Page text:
eXoDOS is an attempt to catalog, obtain, and make playable every game developed for the DOS and PC Booter platform. Striving to find original media rather than using scene rips. This collection uses a combination of Dosbox and ScummVM to play these older titles on modern systems. All required emulators are included and have been setup to run all included titles with no prior knowledge or experience required on the users part.

This pack includes 7,000 DOS games. The focus is on games that were either released in English or are fairly easy to play without a knowledge of the native language. This is not every DOS game ever made, however it is a very high percentage of all commercial releases. There are thousands of freeware, homebrew, and shareware games that will continue to be added in future packs.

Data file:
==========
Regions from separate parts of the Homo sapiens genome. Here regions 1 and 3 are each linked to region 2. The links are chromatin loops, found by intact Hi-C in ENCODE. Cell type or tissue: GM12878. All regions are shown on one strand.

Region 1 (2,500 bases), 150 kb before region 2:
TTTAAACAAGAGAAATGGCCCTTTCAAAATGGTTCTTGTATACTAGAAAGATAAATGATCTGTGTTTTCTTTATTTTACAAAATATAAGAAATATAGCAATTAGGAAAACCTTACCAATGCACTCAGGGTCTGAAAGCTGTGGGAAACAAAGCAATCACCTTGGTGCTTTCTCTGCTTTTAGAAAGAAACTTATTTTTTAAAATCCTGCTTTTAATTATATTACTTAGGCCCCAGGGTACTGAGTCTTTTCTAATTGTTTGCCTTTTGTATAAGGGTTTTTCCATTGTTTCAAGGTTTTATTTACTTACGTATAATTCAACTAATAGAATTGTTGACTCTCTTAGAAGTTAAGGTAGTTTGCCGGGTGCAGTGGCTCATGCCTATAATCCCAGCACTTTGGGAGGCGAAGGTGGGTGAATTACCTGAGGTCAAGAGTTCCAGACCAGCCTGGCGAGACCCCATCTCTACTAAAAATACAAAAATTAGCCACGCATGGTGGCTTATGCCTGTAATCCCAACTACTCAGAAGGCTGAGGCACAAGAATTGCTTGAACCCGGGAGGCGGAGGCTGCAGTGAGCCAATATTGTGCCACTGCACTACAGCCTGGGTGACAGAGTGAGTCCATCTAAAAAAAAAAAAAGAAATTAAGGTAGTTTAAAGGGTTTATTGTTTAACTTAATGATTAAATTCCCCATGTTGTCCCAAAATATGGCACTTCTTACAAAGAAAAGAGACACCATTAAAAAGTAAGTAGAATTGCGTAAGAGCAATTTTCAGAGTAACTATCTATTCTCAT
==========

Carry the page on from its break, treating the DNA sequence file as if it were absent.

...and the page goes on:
The games have already been configured to run in DosBOX. Games which are supported by ScummVM will give you the option at launch as to which emulator you would like to use.

https://exodos.the-eye.eu/

the big list of RTL-SDR supported software

RTL-SDR is a very cheap ~$25 USB dongle that can be used as a computer based radio scanner for receiving live radio signals in your area (no internet required). Depending on the particular model it could receive frequencies from 500 kHz up to 1.75 GHz. Most software for the RTL-SDR is also community developed, and provided free of charge.